Commission to hike EU investment in defence innovation

PRESS CONFERENCE BY MEMBERS OF THE EC COLLEGE IN STRASBOURG [European Commission]

The European Commission proposed on Wednesday (June 13) to hike from €90 million to €13 billion the budgetary funds earmarked for strengthening the bloc’s strategic autonomy in collective security by boosting cross-border research and innovation in the field of defence.

In a world full of new threats, with an increasing geopolitical instability, and where the EU can no longer rely on the US, the Commission wants to enhance cooperation among member states in defence technology and equipment development.

The European Defence Fund will award €4.1 billion in grants to cover the total cost of the research to address emerging security threats. Another €8.9 billion will provide with co-financing to complement member states contributions for the development process: up to 20% for the manufacturing of prototypes and up to 80% for certification and testing.

However, the co-financing for prototypes will only be awarded if member states commit to buying the final product, in order to encourage viable projects. Moreover, 5% of the budget will be set aside for high-risk, disruptive innovation projects.

“This shows we are really serious in the field of defence cooperation,” Commissioner Elżbieta Bieńkowska told reporters.

The money provided by the European Defence Fund can be complemented with financial support from EUInvest, if it targets the defence sector.

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Spending better together

The Commission estimates the cost of the lack of cooperation between member states in the field of security and defence at between €24 billion and €100 billion per year. “Defence research is 90% national at the moment, unlike any other field of research,” Vice President Jyrki Katainen said.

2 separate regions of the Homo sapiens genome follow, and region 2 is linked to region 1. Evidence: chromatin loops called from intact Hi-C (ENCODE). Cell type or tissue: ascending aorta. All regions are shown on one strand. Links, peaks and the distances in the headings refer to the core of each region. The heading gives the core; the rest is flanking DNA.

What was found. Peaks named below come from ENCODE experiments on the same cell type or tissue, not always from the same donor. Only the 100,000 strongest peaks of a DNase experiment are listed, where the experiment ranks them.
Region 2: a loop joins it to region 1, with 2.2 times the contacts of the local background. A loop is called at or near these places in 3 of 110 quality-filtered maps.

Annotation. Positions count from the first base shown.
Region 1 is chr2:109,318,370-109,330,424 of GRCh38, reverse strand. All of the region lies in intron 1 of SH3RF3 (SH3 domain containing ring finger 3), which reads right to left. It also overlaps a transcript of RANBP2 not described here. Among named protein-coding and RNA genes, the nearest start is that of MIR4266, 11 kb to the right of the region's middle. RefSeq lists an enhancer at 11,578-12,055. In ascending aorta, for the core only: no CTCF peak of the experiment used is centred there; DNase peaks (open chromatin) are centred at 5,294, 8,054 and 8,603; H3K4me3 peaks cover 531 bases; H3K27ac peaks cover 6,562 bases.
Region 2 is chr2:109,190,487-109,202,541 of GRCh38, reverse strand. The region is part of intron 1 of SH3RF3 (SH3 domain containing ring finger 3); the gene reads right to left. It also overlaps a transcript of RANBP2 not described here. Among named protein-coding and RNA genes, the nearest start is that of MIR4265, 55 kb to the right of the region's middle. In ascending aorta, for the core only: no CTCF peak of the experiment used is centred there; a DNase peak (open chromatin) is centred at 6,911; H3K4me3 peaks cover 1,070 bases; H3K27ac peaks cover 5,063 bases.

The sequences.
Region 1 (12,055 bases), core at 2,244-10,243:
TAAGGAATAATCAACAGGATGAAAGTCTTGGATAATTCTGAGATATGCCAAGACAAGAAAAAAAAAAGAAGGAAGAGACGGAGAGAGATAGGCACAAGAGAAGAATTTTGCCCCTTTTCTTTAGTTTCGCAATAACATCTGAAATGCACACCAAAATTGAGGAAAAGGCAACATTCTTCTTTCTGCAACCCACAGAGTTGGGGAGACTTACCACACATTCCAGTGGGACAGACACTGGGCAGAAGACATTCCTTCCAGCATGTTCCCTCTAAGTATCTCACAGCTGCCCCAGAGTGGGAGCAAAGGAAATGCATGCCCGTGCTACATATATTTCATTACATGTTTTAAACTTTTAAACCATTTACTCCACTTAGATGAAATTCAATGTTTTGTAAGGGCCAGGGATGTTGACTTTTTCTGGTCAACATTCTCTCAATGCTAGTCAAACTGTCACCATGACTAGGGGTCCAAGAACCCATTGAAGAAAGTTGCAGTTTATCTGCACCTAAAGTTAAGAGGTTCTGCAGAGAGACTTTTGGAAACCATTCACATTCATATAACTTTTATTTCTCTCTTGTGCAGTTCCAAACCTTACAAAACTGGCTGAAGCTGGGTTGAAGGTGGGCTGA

The European Defence Fund aims to fill this gap. “We want to incentivise our member states to cooperate in order to achieve better results,” Katainen told reporters.

Thus, any project to apply for the fund must have at least three participants from three different member states. The Commission also expects to incentivise the cross-border participation of small- and medium-size companies, by favouring those projects.

Furthermore, the projects would have to respond to EU interests in security and defence and to be in line with the priorities set by the bloc in the Common Security and Defence Policy. Permanent Structured Cooperation projects can, if eligible, get a higher co-financing rate.

Commissioner Bieńkowska stressed that only EU based companies would be allowed to apply for the European Defence Fund and under very strict criteria. Among them, Bieńkowska referred to security of supply, protection of sensitive information and protection of property rights that “must stay in Europe.”

A long-term project

The European Defence Fund builds on the previous projects launched by the Commission in the past few years but steps consistently up the budgetary allocation.

In 2017 the EU executive already put in place the first set of grants for defence innovation worth €90 million euro. The European Parliament and the Council recently found a provisional agreement that should allow the European Defence and Industrial Development Program to be set up by January next year, with a €500 million budget for the period 2019-2020.

“We got very good feedback from member states, that this is something which is desperately needed,” Vice President Katainen said.

Higher Representative Federica Mogherini insisted that the notable increase in the next EU-long term budget on defence innovation was not a response to the latest developments, such as Brexit or US foreign policy, but is a long-term investment.

“It is the opposite to a panic reaction,” she underlined.

An off budget line to enhance cooperation in defence

As the EU budget cannot finance military expenditure, Mogherini presented a parallel budgetary line of €10.5 billion to support the European Peace Facility during the period 2021-2027.

This instrument will cover the common costs of all EU military missions and operations, support the armed forces of other partners, when decided by the Council, and allow the bloc to contribute to military peace operations lead by other actors.

“The world is living difficult times and this calls for European Union responsibility role on the global scene as a peace and security provider,” Mogherini told reporters.

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